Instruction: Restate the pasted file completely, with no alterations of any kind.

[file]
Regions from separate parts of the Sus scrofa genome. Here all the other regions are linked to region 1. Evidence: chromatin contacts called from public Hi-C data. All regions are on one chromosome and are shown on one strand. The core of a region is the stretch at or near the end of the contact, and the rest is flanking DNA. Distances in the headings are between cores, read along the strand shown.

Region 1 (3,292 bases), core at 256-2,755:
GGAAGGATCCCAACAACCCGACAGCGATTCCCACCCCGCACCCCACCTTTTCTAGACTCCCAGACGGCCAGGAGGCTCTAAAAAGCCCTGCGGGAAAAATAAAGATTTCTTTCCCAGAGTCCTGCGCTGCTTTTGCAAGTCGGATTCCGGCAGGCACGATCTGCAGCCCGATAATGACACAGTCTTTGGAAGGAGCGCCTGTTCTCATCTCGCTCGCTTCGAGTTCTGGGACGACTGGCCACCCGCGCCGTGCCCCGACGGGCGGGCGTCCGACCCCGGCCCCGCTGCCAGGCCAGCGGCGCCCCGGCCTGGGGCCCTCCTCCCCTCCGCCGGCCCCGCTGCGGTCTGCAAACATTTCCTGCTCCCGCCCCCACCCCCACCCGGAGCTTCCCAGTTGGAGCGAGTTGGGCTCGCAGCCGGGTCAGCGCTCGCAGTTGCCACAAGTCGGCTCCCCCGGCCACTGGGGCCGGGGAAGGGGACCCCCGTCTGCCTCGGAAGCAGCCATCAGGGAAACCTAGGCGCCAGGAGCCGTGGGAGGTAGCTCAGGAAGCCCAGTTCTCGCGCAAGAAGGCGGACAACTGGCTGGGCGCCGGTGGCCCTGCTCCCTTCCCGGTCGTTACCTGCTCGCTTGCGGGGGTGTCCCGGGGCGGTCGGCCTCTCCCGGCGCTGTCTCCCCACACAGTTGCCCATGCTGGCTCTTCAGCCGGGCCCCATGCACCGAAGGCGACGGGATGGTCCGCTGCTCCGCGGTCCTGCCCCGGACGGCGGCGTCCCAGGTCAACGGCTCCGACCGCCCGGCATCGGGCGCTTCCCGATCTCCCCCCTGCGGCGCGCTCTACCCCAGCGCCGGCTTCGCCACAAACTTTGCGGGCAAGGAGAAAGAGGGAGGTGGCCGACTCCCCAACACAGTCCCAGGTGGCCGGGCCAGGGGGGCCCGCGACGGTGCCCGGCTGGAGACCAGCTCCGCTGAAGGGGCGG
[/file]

Regions from separate parts of the Sus scrofa genome. Here all the other regions are linked to region 1. Evidence: chromatin contacts called from public Hi-C data. All regions are on one chromosome and are shown on one strand. The core of a region is the stretch at or near the end of the contact, and the rest is flanking DNA. Distances in the headings are between cores, read along the strand shown.

Region 1 (3,292 bases), core at 256-2,755:
GGAAGGATCCCAACAACCCGACAGCGATTCCCACCCCGCACCCCACCTTTTCTAGACTCCCAGACGGCCAGGAGGCTCTAAAAAGCCCTGCGGGAAAAATAAAGATTTCTTTCCCAGAGTCCTGCGCTGCTTTTGCAAGTCGGATTCCGGCAGGCACGATCTGCAGCCCGATAATGACACAGTCTTTGGAAGGAGCGCCTGTTCTCATCTCGCTCGCTTCGAGTTCTGGGACGACTGGCCACCCGCGCCGTGCCCCGACGGGCGGGCGTCCGACCCCGGCCCCGCTGCCAGGCCAGCGGCGCCCCGGCCTGGGGCCCTCCTCCCCTCCGCCGGCCCCGCTGCGGTCTGCAAACATTTCCTGCTCCCGCCCCCACCCCCACCCGGAGCTTCCCAGTTGGAGCGAGTTGGGCTCGCAGCCGGGTCAGCGCTCGCAGTTGCCACAAGTCGGCTCCCCCGGCCACTGGGGCCGGGGAAGGGGACCCCCGTCTGCCTCGGAAGCAGCCATCAGGGAAACCTAGGCGCCAGGAGCCGTGGGAGGTAGCTCAGGAAGCCCAGTTCTCGCGCAAGAAGGCGGACAACTGGCTGGGCGCCGGTGGCCCTGCTCCCTTCCCGGTCGTTACCTGCTCGCTTGCGGGGGTGTCCCGGGGCGGTCGGCCTCTCCCGGCGCTGTCTCCCCACACAGTTGCCCATGCTGGCTCTTCAGCCGGGCCCCATGCACCGAAGGCGACGGGATGGTCCGCTGCTCCGCGGTCCTGCCCCGGACGGCGGCGTCCCAGGTCAACGGCTCCGACCGCCCGGCATCGGGCGCTTCCCGATCTCCCCCCTGCGGCGCGCTCTACCCCAGCGCCGGCTTCGCCACAAACTTTGCGGGCAAGGAGAAAGAGGGAGGTGGCCGACTCCCCAACACAGTCCCAGGTGGCCGGGCCAGGGGGGCCCGCGACGGTGCCCGGCTGGAGACCAGCTCCGCTGAAGGGGCGG